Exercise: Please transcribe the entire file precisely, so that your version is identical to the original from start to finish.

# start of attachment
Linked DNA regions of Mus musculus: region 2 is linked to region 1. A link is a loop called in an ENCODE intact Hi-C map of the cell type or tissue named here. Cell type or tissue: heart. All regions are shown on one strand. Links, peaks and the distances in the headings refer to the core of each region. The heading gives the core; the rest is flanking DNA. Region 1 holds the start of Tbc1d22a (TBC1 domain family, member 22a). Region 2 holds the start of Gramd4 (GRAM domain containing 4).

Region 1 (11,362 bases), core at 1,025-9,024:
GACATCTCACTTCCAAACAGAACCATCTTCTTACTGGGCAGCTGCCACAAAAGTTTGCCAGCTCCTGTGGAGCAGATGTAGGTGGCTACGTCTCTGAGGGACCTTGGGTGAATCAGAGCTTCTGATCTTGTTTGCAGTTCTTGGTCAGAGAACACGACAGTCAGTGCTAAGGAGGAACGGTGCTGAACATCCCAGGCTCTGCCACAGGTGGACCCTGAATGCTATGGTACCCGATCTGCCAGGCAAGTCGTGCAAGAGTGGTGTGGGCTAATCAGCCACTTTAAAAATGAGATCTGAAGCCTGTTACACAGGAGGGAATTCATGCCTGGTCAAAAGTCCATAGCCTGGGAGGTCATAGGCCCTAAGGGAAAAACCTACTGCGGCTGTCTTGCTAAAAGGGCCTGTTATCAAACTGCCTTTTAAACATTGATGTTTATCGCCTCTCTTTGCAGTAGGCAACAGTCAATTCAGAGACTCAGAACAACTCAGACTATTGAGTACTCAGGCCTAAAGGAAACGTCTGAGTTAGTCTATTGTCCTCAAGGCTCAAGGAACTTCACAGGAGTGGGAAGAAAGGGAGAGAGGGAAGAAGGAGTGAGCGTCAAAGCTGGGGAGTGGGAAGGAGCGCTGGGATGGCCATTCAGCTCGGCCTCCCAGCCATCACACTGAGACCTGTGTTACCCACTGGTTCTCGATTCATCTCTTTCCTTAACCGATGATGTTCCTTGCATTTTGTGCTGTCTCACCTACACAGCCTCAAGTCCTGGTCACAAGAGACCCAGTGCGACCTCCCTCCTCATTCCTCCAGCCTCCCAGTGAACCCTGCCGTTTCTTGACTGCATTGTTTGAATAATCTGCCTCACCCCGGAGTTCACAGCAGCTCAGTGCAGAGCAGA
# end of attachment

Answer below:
Linked DNA regions of Mus musculus: region 2 is linked to region 1. A link is a loop called in an ENCODE intact Hi-C map of the cell type or tissue named here. Cell type or tissue: heart. All regions are shown on one strand. Links, peaks and the distances in the headings refer to the core of each region. The heading gives the core; the rest is flanking DNA. Region 1 holds the start of Tbc1d22a (TBC1 domain family, member 22a). Region 2 holds the start of Gramd4 (GRAM domain containing 4).

Region 1 (11,362 bases), core at 1,025-9,024:
GACATCTCACTTCCAAACAGAACCATCTTCTTACTGGGCAGCTGCCACAAAAGTTTGCCAGCTCCTGTGGAGCAGATGTAGGTGGCTACGTCTCTGAGGGACCTTGGGTGAATCAGAGCTTCTGATCTTGTTTGCAGTTCTTGGTCAGAGAACACGACAGTCAGTGCTAAGGAGGAACGGTGCTGAACATCCCAGGCTCTGCCACAGGTGGACCCTGAATGCTATGGTACCCGATCTGCCAGGCAAGTCGTGCAAGAGTGGTGTGGGCTAATCAGCCACTTTAAAAATGAGATCTGAAGCCTGTTACACAGGAGGGAATTCATGCCTGGTCAAAAGTCCATAGCCTGGGAGGTCATAGGCCCTAAGGGAAAAACCTACTGCGGCTGTCTTGCTAAAAGGGCCTGTTATCAAACTGCCTTTTAAACATTGATGTTTATCGCCTCTCTTTGCAGTAGGCAACAGTCAATTCAGAGACTCAGAACAACTCAGACTATTGAGTACTCAGGCCTAAAGGAAACGTCTGAGTTAGTCTATTGTCCTCAAGGCTCAAGGAACTTCACAGGAGTGGGAAGAAAGGGAGAGAGGGAAGAAGGAGTGAGCGTCAAAGCTGGGGAGTGGGAAGGAGCGCTGGGATGGCCATTCAGCTCGGCCTCCCAGCCATCACACTGAGACCTGTGTTACCCACTGGTTCTCGATTCATCTCTTTCCTTAACCGATGATGTTCCTTGCATTTTGTGCTGTCTCACCTACACAGCCTCAAGTCCTGGTCACAAGAGACCCAGTGCGACCTCCCTCCTCATTCCTCCAGCCTCCCAGTGAACCCTGCCGTTTCTTGACTGCATTGTTTGAATAATCTGCCTCACCCCGGAGTTCACAGCAGCTCAGTGCAGAGCAGA